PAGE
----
Critique of Dialectical Reason, Vol. 1
by Jean-Paul Sartre Edited by Jonathan Ree Translated by Alan Sheridan-Smith Foreword by Fredric Jameson
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840 pages / August 2004 / 9781859844854
Volume One of Sartre's intellectual masterpiece, introduced by Fredric Jameson.
At the height of the Algerian war, Jean-Paul Sartre embarked on a fundamental reappraisal of his philosophical and political thought. The result was the Critique of Dialectical Reason, an intellectual masterpiece of the twentieth century, now republished with a major original introduction by Fredric Jameson. In it, Sartre set out the basic categories for the renovated theory of history that he believed was necessary for post-war Marxism.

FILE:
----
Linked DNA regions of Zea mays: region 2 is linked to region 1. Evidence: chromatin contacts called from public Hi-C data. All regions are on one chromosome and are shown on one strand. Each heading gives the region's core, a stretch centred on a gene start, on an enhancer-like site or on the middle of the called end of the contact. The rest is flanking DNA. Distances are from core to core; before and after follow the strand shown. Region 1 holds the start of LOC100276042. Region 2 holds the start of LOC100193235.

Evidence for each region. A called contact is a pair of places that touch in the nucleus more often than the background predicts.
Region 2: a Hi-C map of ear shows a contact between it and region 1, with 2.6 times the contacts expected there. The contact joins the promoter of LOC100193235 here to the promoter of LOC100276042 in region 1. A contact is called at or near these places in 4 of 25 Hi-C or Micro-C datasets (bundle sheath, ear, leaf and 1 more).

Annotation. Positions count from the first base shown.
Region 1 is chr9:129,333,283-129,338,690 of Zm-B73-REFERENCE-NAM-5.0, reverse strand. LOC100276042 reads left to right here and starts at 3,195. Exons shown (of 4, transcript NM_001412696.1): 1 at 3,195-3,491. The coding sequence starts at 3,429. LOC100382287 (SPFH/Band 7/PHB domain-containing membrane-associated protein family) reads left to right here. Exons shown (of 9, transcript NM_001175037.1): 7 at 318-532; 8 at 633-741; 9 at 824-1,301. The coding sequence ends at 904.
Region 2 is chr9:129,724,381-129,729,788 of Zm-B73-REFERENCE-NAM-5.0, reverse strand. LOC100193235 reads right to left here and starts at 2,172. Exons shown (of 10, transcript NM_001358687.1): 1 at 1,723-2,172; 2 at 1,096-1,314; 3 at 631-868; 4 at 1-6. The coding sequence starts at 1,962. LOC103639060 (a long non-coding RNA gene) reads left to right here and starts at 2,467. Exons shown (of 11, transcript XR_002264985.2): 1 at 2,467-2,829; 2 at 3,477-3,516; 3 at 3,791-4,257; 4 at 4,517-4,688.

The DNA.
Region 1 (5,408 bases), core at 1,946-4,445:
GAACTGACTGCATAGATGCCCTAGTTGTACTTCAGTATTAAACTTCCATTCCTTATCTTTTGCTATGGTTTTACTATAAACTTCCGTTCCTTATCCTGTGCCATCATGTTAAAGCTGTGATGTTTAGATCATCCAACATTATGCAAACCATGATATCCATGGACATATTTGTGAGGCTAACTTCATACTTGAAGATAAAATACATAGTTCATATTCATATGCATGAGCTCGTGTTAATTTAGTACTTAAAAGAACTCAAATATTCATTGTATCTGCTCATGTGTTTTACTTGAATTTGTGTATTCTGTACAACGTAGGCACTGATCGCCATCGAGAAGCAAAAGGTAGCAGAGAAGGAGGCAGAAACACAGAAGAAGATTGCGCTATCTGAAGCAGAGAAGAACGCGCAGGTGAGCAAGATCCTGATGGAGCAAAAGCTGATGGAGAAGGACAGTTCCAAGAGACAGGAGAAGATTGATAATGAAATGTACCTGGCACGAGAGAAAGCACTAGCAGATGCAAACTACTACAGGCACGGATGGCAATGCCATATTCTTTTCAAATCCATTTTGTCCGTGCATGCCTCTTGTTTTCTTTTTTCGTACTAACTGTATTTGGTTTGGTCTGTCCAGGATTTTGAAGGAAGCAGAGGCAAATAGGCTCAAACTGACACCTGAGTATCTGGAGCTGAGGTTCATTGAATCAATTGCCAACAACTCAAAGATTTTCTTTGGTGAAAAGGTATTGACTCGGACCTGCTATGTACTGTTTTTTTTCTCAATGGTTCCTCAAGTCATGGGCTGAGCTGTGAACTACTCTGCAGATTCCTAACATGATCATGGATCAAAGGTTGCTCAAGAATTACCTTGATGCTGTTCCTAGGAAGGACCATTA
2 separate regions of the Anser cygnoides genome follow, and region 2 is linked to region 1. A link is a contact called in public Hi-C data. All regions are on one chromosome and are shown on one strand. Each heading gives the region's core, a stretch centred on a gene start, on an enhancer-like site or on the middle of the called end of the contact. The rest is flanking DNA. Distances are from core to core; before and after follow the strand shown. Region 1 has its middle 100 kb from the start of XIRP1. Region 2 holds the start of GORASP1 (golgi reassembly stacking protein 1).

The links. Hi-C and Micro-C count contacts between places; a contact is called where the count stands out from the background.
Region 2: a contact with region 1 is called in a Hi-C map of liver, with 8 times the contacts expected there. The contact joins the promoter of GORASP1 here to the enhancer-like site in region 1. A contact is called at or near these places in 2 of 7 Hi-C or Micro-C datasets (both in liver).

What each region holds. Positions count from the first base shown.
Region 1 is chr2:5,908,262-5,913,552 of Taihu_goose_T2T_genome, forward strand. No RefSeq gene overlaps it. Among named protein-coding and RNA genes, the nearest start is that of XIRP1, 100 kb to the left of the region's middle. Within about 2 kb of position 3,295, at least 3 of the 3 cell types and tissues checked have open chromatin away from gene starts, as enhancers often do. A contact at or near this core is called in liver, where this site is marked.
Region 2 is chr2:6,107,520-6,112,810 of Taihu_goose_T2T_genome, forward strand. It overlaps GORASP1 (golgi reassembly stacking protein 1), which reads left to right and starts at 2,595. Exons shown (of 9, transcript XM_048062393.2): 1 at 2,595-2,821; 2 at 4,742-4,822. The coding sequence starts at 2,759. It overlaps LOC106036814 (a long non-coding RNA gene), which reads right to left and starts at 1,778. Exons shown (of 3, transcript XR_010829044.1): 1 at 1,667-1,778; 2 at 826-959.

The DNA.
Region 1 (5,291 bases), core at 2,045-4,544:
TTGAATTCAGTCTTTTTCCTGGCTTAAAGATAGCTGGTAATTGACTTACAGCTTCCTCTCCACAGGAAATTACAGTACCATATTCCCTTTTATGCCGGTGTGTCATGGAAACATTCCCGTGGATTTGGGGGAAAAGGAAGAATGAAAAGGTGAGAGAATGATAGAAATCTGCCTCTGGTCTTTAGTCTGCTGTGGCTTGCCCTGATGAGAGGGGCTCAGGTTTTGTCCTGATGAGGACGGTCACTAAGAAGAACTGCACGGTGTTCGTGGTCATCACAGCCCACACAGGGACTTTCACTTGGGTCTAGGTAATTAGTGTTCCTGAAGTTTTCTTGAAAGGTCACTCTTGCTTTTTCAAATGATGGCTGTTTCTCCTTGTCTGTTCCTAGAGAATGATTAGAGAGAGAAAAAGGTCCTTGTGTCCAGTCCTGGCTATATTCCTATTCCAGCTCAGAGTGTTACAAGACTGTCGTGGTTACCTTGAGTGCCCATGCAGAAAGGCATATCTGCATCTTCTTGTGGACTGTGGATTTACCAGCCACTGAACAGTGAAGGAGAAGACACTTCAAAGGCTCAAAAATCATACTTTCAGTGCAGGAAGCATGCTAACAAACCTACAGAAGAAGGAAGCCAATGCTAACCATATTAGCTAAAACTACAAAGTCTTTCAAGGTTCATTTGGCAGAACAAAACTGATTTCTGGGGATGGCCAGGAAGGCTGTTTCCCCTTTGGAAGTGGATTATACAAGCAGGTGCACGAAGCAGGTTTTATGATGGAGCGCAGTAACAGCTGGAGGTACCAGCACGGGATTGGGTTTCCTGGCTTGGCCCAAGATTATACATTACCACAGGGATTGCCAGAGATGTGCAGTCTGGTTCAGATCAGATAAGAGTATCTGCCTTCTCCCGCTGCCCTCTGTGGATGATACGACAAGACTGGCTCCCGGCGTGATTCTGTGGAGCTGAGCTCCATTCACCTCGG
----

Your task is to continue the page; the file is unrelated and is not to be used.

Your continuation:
Sartre's formal aim was to establish the dialectical intelligibility of history itself, as what he called 'a totalisation without a totaliser'. But, at the same time, his substantive concern was the structure of class struggle and the fate of mass movements of popular revolt, from the French Revolution at the end of the eighteenth century to the Russian and Chinese revolutions in the twentieth: their ascent, stabilisation, petrification and decline, in a world still overwhelmingly dominated by scarcity.


“The work is a landmark in modern social thought...a turning point in the thinking of our time.”

“The Critique is essential to any serious understanding of Sartre.”

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